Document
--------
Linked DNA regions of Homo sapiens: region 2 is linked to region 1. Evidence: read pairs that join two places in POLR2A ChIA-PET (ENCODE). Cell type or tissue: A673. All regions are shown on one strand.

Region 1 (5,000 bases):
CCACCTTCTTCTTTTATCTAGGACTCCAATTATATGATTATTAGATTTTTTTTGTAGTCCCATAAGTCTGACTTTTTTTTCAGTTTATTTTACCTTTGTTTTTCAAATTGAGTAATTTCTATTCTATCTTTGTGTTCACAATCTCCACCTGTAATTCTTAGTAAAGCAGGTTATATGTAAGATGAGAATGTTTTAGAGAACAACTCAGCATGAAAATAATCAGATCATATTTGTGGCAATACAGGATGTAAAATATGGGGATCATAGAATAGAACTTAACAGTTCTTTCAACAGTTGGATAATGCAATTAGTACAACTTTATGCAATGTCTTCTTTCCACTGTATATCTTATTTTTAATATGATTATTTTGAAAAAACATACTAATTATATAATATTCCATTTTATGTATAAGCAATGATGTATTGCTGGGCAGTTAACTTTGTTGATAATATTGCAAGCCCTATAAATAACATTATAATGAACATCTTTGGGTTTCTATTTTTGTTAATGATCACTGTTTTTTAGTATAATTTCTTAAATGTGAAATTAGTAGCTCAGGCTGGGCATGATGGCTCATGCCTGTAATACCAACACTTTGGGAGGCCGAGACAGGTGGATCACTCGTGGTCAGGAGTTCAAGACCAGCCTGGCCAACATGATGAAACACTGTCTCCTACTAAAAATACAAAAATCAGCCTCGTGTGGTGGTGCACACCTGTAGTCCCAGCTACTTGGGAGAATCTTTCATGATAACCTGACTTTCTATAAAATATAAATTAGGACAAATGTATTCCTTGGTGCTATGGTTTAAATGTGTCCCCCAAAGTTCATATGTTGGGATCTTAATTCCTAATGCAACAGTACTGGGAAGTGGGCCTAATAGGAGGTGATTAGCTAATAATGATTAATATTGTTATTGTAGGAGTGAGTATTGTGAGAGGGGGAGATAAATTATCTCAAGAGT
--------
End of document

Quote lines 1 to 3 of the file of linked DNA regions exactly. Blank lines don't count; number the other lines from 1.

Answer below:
Linked DNA regions of Homo sapiens: region 2 is linked to region 1. Evidence: read pairs that join two places in POLR2A ChIA-PET (ENCODE). Cell type or tissue: A673. All regions are shown on one strand.

Region 1 (5,000 bases):
CCACCTTCTTCTTTTATCTAGGACTCCAATTATATGATTATTAGATTTTTTTTGTAGTCCCATAAGTCTGACTTTTTTTTCAGTTTATTTTACCTTTGTTTTTCAAATTGAGTAATTTCTATTCTATCTTTGTGTTCACAATCTCCACCTGTAATTCTTAGTAAAGCAGGTTATATGTAAGATGAGAATGTTTTAGAGAACAACTCAGCATGAAAATAATCAGATCATATTTGTGGCAATACAGGATGTAAAATATGGGGATCATAGAATAGAACTTAACAGTTCTTTCAACAGTTGGATAATGCAATTAGTACAACTTTATGCAATGTCTTCTTTCCACTGTATATCTTATTTTTAATATGATTATTTTGAAAAAACATACTAATTATATAATATTCCATTTTATGTATAAGCAATGATGTATTGCTGGGCAGTTAACTTTGTTGATAATATTGCAAGCCCTATAAATAACATTATAATGAACATCTTTGGGTTTCTATTTTTGTTAATGATCACTGTTTTTTAGTATAATTTCTTAAATGTGAAATTAGTAGCTCAGGCTGGGCATGATGGCTCATGCCTGTAATACCAACACTTTGGGAGGCCGAGACAGGTGGATCACTCGTGGTCAGGAGTTCAAGACCAGCCTGGCCAACATGATGAAACACTGTCTCCTACTAAAAATACAAAAATCAGCCTCGTGTGGTGGTGCACACCTGTAGTCCCAGCTACTTGGGAGAATCTTTCATGATAACCTGACTTTCTATAAAATATAAATTAGGACAAATGTATTCCTTGGTGCTATGGTTTAAATGTGTCCCCCAAAGTTCATATGTTGGGATCTTAATTCCTAATGCAACAGTACTGGGAAGTGGGCCTAATAGGAGGTGATTAGCTAATAATGATTAATATTGTTATTGTAGGAGTGAGTATTGTGAGAGGGGGAGATAAATTATCTCAAGAGT